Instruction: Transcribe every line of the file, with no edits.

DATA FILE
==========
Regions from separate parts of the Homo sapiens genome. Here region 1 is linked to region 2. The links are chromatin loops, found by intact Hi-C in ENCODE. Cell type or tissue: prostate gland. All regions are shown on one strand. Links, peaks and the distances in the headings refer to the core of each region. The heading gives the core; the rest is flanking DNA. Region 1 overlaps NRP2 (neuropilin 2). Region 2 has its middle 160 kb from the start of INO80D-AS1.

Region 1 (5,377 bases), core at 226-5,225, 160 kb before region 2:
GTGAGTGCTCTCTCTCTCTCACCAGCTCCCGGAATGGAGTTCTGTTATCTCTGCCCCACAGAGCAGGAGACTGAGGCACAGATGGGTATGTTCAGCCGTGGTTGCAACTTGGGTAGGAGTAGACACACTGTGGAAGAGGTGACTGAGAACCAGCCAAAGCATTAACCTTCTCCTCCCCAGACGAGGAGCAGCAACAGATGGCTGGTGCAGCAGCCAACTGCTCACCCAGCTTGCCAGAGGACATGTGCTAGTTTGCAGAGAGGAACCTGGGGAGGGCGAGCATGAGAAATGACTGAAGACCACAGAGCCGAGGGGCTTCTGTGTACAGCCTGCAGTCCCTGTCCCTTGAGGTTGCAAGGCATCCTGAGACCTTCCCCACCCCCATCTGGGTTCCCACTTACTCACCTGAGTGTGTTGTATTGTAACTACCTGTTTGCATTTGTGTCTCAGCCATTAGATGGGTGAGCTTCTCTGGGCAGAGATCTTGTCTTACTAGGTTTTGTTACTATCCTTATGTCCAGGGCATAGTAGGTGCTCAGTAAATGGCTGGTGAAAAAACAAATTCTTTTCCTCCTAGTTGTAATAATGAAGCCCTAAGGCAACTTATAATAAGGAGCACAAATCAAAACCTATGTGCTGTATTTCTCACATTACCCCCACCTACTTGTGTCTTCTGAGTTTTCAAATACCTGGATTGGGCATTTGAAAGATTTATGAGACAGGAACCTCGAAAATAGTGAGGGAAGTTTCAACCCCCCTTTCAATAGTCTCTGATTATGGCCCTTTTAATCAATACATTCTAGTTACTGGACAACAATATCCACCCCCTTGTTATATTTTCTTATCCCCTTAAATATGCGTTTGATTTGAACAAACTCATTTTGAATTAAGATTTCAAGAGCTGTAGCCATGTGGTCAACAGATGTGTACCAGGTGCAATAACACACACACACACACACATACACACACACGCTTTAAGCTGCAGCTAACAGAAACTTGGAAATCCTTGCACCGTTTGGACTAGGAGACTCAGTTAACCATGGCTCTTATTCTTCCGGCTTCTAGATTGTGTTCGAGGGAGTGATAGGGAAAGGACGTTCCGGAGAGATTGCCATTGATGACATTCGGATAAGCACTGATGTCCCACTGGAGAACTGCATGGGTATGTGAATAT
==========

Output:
Regions from separate parts of the Homo sapiens genome. Here region 1 is linked to region 2. The links are chromatin loops, found by intact Hi-C in ENCODE. Cell type or tissue: prostate gland. All regions are shown on one strand. Links, peaks and the distances in the headings refer to the core of each region. The heading gives the core; the rest is flanking DNA. Region 1 overlaps NRP2 (neuropilin 2). Region 2 has its middle 160 kb from the start of INO80D-AS1.

Region 1 (5,377 bases), core at 226-5,225, 160 kb before region 2:
GTGAGTGCTCTCTCTCTCTCACCAGCTCCCGGAATGGAGTTCTGTTATCTCTGCCCCACAGAGCAGGAGACTGAGGCACAGATGGGTATGTTCAGCCGTGGTTGCAACTTGGGTAGGAGTAGACACACTGTGGAAGAGGTGACTGAGAACCAGCCAAAGCATTAACCTTCTCCTCCCCAGACGAGGAGCAGCAACAGATGGCTGGTGCAGCAGCCAACTGCTCACCCAGCTTGCCAGAGGACATGTGCTAGTTTGCAGAGAGGAACCTGGGGAGGGCGAGCATGAGAAATGACTGAAGACCACAGAGCCGAGGGGCTTCTGTGTACAGCCTGCAGTCCCTGTCCCTTGAGGTTGCAAGGCATCCTGAGACCTTCCCCACCCCCATCTGGGTTCCCACTTACTCACCTGAGTGTGTTGTATTGTAACTACCTGTTTGCATTTGTGTCTCAGCCATTAGATGGGTGAGCTTCTCTGGGCAGAGATCTTGTCTTACTAGGTTTTGTTACTATCCTTATGTCCAGGGCATAGTAGGTGCTCAGTAAATGGCTGGTGAAAAAACAAATTCTTTTCCTCCTAGTTGTAATAATGAAGCCCTAAGGCAACTTATAATAAGGAGCACAAATCAAAACCTATGTGCTGTATTTCTCACATTACCCCCACCTACTTGTGTCTTCTGAGTTTTCAAATACCTGGATTGGGCATTTGAAAGATTTATGAGACAGGAACCTCGAAAATAGTGAGGGAAGTTTCAACCCCCCTTTCAATAGTCTCTGATTATGGCCCTTTTAATCAATACATTCTAGTTACTGGACAACAATATCCACCCCCTTGTTATATTTTCTTATCCCCTTAAATATGCGTTTGATTTGAACAAACTCATTTTGAATTAAGATTTCAAGAGCTGTAGCCATGTGGTCAACAGATGTGTACCAGGTGCAATAACACACACACACACACACATACACACACACGCTTTAAGCTGCAGCTAACAGAAACTTGGAAATCCTTGCACCGTTTGGACTAGGAGACTCAGTTAACCATGGCTCTTATTCTTCCGGCTTCTAGATTGTGTTCGAGGGAGTGATAGGGAAAGGACGTTCCGGAGAGATTGCCATTGATGACATTCGGATAAGCACTGATGTCCCACTGGAGAACTGCATGGGTATGTGAATAT